WATCH: Brian Cranston Announces He Had COVID-19, Now Donating Plasma To Research
“I wanted to announce that I had COVID-19 a little while ago, very lucky, very mild symptoms, and so I thought maybe there was something I could do so I started a program there,” the actor said in the video, pointing the camera to the University of California Los Angeles Blood and Plasma center.
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Hi. About now you’re probably feeling a little tied down, restricting your mobility and like me, you’re tired of this!! Well, I just want to encourage you to have a little more patience. I was pretty strict in adhering to the protocols and still… I contracted the virus. Yep. it sounds daunting now that over 150,000 Americans are dead because of it. I was one of the lucky ones. Mild symptoms. I count my blessings and urge you to keep wearing the damn mask, keep washing your hands, and stay socially distant. We can prevail – but ONLY if we follow the rules together. Be well – Stay well. BC
In the caption, Cranston wrote that he “was pretty strict in adhering to the protocols,” but still contracted the virus.
“I count my blessings and urge you to keep wearing the damn mask, keep washing your hands, and stay socially distant,” he said. “We can prevail – but ONLY if we follow the rules together.”
In the video, Cranston, 64, cracked jokes with the center’s staff, while showing what the plasma donation experience was like. The medic in the video explained that the blood is taken, split into three separate parts (platelets, red blood cells, and plasma) with a centrifuge, plasma is harvested, and then the other parts of the blood are returned to Cranston’s body.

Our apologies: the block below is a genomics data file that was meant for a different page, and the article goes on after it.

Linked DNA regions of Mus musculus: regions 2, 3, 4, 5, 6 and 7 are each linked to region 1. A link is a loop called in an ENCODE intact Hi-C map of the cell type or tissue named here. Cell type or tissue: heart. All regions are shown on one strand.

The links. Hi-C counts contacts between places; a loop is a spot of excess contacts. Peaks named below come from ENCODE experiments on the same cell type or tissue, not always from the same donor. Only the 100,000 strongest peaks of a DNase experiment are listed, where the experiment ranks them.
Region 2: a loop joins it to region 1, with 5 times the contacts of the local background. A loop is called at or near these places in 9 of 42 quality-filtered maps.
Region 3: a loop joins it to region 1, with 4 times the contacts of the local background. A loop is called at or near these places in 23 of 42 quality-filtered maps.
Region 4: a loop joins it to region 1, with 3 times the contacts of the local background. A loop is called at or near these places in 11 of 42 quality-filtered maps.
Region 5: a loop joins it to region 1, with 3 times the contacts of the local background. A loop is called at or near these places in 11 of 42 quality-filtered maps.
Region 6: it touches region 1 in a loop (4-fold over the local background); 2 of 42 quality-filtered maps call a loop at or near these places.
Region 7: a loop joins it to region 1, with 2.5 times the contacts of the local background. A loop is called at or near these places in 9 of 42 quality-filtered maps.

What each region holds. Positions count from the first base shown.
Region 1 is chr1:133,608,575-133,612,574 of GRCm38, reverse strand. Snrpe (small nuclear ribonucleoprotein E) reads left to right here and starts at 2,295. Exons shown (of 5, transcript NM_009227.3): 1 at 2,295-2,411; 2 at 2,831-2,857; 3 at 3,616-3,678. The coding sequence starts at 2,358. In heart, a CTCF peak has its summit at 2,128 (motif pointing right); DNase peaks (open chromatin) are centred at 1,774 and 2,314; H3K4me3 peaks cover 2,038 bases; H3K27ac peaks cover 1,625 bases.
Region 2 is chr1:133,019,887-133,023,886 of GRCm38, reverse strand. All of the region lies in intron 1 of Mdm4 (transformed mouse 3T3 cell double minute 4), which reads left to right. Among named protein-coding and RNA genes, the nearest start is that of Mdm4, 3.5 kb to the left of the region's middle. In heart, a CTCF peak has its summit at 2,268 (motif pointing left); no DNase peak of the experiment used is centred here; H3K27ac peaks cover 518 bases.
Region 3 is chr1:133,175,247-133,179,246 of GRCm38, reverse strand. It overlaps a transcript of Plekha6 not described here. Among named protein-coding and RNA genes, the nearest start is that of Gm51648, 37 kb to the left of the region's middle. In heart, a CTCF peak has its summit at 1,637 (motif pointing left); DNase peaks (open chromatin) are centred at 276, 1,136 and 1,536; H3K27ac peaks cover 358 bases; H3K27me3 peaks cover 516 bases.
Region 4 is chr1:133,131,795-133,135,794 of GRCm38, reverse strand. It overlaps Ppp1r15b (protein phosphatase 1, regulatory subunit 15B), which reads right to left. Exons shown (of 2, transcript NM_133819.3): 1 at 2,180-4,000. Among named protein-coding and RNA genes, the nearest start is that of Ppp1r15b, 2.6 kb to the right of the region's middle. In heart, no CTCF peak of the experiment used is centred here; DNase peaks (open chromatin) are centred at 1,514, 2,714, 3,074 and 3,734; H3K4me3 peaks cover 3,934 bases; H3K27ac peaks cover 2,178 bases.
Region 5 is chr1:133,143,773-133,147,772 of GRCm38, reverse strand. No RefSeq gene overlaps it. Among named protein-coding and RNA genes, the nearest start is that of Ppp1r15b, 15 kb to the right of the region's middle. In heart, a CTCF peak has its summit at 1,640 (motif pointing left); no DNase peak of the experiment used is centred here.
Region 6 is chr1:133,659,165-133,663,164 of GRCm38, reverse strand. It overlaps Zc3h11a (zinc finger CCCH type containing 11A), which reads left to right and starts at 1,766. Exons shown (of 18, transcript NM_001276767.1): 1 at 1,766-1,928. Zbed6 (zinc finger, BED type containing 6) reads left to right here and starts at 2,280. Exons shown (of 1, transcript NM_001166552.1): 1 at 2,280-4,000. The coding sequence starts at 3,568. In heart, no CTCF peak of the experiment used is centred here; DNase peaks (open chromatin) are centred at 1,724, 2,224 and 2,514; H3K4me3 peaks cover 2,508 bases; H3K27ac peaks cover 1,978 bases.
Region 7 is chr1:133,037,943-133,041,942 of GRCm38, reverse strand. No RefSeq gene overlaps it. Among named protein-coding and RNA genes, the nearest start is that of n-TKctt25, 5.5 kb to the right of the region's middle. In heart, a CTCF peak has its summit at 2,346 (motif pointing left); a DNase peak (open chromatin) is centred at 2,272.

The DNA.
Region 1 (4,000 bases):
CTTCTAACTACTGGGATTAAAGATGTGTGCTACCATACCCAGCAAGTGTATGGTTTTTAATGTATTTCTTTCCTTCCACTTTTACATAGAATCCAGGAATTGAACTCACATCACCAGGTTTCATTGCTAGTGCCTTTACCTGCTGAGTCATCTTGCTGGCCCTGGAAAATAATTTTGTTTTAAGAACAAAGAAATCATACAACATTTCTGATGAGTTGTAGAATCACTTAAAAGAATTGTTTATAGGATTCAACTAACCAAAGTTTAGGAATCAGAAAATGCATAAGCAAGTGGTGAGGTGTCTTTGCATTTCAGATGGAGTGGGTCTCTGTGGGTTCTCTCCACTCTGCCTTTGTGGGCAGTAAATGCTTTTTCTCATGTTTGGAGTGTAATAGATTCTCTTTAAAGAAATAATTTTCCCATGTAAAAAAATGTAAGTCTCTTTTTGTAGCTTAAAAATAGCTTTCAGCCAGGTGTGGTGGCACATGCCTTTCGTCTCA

“The whole process takes about an hour,” the Breaking Bad actor wrote, before showing himself watching the 1957 drama A Face In The Crowd. “Thank God for old movies!”
In the end, Cranston had donated almost a whole liter of plasma, which looks like a yellow liquid when it’s separated from the rest of your blood.
Plasma makes up more than half of your blood, and helps carry red blood cells, platelets and white blood cells around your body. It also carries hormones, salt, proteins and enzymes, as well as other important components, including antibodies.
“Along with water, salt, and enzymes, plasma also contains important components. These include antibodies, clotting factors, and the proteins albumin and fibrinogen,” the University of Rochester Medical School said. “When you donate blood, healthcare providers can separate these vital parts from your plasma. These parts can then be concentrated into various products.”